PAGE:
By Bob Katzen
The House 151-0, approved a bill that makes changes in the current law that all public schools must provide instruction in American history and civics. Current law requires that the instruction include the Constitution of the United States, the Declaration of Independence and the Bill of Rights; the state Constitution and local history and government; a program on the correct use and display of the U.S. flag; and the importance of participation in the electoral process
The bill adds several topics that are required to be in the instruction including a study of the roles and responsibilities of a citizen in a democracy; the development of skills to access, analyze and evaluate written and digital media as it relates to history and civics; community diversity and historical trends in voter registration; and civic participation relative to disenfranchised voter populations.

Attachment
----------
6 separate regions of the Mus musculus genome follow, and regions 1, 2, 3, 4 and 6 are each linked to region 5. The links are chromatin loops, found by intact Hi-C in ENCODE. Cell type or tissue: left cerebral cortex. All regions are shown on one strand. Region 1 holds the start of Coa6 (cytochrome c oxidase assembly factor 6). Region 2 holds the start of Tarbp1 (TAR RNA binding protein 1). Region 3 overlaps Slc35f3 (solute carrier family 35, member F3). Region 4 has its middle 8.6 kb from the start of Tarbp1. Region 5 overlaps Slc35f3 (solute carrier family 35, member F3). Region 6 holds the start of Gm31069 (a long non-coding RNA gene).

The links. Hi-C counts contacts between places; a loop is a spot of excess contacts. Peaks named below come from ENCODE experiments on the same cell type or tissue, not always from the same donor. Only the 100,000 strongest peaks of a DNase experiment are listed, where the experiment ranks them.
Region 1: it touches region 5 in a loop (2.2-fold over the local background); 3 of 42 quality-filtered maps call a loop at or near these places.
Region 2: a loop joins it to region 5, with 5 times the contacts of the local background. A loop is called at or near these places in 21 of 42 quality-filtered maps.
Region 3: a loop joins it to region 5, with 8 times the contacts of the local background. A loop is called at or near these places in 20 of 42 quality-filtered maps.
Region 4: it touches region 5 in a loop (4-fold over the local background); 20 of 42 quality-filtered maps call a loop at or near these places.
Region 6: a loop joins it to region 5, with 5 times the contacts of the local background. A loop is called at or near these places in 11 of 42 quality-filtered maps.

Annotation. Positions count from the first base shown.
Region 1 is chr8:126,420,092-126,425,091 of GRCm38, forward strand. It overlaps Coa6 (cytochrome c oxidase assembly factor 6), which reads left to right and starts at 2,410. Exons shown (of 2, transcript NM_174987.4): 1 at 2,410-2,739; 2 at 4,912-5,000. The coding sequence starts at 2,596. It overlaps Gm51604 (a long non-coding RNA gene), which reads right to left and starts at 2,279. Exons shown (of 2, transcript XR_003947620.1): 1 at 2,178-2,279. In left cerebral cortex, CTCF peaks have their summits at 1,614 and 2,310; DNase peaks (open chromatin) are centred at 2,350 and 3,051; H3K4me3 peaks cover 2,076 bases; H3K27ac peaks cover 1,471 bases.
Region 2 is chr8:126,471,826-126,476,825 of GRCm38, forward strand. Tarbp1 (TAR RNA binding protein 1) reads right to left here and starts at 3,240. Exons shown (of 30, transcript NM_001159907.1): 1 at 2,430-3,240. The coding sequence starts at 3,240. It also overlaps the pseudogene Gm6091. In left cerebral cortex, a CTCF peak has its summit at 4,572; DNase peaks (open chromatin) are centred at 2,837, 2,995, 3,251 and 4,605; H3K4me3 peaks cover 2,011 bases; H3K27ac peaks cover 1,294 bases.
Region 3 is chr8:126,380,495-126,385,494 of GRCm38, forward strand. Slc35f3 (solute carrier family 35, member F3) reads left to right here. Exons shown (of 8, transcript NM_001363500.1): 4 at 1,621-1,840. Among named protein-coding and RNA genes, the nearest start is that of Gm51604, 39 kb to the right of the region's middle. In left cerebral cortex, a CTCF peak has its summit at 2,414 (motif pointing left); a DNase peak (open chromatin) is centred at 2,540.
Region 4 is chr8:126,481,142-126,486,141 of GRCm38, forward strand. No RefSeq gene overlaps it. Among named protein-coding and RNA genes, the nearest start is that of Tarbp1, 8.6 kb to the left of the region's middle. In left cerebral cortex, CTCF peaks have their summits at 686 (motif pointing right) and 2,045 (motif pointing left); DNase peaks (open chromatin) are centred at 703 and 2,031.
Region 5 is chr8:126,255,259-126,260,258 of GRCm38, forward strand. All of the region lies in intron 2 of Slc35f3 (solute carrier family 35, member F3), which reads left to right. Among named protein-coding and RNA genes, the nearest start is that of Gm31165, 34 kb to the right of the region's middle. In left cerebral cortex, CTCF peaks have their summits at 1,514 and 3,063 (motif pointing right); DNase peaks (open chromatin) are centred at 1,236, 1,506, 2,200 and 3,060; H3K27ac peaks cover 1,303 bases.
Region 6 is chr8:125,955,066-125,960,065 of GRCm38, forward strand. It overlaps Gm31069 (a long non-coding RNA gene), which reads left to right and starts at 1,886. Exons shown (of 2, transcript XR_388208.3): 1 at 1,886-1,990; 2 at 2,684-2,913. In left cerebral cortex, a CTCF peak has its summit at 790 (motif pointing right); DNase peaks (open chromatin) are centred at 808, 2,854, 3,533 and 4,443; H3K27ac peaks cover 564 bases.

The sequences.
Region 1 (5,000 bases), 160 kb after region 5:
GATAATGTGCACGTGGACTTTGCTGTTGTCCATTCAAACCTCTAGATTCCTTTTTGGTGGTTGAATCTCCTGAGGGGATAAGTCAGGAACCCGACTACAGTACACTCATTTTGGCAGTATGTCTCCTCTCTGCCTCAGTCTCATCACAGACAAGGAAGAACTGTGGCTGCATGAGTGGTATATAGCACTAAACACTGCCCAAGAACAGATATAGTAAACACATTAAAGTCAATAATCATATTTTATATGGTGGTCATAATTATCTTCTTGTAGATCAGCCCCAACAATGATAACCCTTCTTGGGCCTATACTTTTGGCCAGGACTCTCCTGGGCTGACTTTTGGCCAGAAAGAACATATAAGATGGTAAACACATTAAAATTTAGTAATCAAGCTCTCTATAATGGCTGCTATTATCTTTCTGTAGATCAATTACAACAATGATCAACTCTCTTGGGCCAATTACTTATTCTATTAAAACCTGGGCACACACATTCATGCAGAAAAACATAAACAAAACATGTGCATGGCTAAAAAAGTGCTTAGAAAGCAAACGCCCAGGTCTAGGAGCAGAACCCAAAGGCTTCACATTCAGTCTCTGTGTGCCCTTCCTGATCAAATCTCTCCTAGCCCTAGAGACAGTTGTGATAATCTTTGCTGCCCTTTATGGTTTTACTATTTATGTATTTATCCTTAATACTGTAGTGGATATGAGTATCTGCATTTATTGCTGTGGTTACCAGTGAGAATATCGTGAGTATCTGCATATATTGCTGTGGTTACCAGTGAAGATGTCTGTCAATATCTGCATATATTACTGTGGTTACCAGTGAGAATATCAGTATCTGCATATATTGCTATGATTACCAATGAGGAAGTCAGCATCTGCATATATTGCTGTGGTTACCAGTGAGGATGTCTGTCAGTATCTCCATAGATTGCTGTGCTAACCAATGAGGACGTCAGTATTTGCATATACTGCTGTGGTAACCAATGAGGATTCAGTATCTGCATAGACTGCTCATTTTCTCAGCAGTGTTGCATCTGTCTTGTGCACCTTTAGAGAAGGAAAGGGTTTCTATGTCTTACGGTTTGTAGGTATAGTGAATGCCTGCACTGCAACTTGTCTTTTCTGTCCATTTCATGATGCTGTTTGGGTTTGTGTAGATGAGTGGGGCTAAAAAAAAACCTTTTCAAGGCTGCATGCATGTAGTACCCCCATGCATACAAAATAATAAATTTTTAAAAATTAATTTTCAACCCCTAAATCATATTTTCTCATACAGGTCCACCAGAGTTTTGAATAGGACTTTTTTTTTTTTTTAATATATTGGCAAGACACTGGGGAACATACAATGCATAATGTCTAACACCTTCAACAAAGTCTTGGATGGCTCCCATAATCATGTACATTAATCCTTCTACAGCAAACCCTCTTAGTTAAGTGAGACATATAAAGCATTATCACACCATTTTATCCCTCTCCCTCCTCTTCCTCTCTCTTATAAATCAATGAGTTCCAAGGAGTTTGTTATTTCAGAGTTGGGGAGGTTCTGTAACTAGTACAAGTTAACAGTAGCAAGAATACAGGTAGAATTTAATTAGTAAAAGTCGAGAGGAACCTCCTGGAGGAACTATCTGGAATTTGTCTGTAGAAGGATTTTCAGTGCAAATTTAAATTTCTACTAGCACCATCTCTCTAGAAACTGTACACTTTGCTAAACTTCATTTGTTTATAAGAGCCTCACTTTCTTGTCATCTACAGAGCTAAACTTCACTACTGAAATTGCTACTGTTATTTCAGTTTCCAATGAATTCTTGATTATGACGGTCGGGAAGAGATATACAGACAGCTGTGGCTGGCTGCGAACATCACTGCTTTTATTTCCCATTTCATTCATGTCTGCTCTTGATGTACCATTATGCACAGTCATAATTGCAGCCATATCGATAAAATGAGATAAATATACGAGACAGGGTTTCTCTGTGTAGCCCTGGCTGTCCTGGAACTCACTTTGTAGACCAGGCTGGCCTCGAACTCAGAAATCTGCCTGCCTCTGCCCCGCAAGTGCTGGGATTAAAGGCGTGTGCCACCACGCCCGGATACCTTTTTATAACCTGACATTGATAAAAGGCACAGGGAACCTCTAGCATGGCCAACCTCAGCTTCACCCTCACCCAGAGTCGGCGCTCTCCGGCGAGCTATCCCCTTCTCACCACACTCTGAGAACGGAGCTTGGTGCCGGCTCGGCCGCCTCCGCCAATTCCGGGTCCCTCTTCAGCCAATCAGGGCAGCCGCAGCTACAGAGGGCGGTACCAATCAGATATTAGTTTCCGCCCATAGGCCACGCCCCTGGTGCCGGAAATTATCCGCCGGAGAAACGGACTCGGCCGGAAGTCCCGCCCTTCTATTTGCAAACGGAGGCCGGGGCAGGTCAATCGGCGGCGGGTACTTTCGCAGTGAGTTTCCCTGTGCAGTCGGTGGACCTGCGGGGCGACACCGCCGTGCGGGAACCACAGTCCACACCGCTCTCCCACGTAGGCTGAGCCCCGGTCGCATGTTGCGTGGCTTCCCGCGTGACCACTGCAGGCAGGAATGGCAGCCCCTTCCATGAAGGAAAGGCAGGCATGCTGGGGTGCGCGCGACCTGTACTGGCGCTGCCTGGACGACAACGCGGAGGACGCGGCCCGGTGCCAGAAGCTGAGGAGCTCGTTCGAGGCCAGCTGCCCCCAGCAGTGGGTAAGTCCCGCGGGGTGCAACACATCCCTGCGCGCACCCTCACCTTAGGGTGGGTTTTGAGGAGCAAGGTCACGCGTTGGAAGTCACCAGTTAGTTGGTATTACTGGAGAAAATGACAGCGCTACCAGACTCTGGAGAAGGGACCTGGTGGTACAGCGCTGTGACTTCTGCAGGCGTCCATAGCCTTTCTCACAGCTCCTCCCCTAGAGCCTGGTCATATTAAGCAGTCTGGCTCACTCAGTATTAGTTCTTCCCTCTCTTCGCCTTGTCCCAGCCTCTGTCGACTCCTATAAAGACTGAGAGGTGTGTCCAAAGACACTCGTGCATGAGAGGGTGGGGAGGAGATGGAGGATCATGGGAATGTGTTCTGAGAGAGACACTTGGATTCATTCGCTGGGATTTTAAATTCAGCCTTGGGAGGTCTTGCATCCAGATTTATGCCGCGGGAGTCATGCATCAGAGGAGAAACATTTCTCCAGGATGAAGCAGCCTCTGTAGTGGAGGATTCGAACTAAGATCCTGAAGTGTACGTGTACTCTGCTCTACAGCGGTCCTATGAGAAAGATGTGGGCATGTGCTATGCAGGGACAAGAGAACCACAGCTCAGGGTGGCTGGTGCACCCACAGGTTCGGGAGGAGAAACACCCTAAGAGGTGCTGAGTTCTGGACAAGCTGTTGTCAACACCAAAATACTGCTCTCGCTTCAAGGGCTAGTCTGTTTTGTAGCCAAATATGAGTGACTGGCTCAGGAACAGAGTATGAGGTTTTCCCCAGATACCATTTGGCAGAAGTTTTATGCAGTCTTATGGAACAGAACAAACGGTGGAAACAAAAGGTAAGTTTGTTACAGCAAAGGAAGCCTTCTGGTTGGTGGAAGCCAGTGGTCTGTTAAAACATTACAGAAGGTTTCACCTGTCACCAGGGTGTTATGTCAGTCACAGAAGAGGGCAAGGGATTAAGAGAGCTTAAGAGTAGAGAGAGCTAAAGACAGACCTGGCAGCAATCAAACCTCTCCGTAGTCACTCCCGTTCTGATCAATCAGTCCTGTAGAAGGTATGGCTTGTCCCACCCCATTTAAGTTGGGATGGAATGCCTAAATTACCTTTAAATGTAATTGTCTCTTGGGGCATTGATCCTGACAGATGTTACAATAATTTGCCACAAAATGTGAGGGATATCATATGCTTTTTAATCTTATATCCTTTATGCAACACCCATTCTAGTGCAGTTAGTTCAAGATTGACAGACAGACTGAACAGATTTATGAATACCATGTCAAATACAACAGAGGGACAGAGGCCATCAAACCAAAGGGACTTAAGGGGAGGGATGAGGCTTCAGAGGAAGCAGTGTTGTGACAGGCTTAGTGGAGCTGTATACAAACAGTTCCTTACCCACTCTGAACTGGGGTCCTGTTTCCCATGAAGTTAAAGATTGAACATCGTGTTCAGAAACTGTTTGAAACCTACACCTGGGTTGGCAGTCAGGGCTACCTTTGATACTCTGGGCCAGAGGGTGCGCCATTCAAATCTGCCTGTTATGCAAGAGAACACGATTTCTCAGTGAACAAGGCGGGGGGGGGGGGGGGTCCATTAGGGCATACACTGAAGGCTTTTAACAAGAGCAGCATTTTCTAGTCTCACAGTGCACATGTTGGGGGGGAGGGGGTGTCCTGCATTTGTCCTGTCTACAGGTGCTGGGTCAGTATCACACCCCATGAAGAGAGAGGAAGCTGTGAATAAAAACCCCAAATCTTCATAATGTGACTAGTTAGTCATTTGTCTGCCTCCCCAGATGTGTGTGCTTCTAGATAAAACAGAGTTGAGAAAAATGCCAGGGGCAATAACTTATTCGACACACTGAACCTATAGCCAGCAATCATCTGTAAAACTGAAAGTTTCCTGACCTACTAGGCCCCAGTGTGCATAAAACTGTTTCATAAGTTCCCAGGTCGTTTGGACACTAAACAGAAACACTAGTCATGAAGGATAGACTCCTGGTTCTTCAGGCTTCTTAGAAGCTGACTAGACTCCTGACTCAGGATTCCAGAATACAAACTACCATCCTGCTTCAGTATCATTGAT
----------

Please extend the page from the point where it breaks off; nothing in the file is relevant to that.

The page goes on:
“Now more than ever, it is vital to commit to strengthening youth voice, participation and civic engagement,” said Executive Director Arielle Jennings of Generation Citizen’s Massachusetts. “We are delighted to see this commitment fulfilled by the unanimous passing of this bill and to see the commonwealth take such a pivotal step toward becoming the national leader in civic education.”
“At a time when roughly three-quarters of the citizens do not know the three branches of government and more people know who the Three Stooges are, we need to recommit ourselves to civic education,” said Steven Rothstein the executive director of the John F. Kennedy Library Foundation.
The Senate has already approved a different version of the bill and the House version now goes to the Senate for consideration. The major difference in the two bills is that the Senate version makes it mandatory beginning in 2021 for all students to complete one student-led civics project after 8th grade in order to graduate.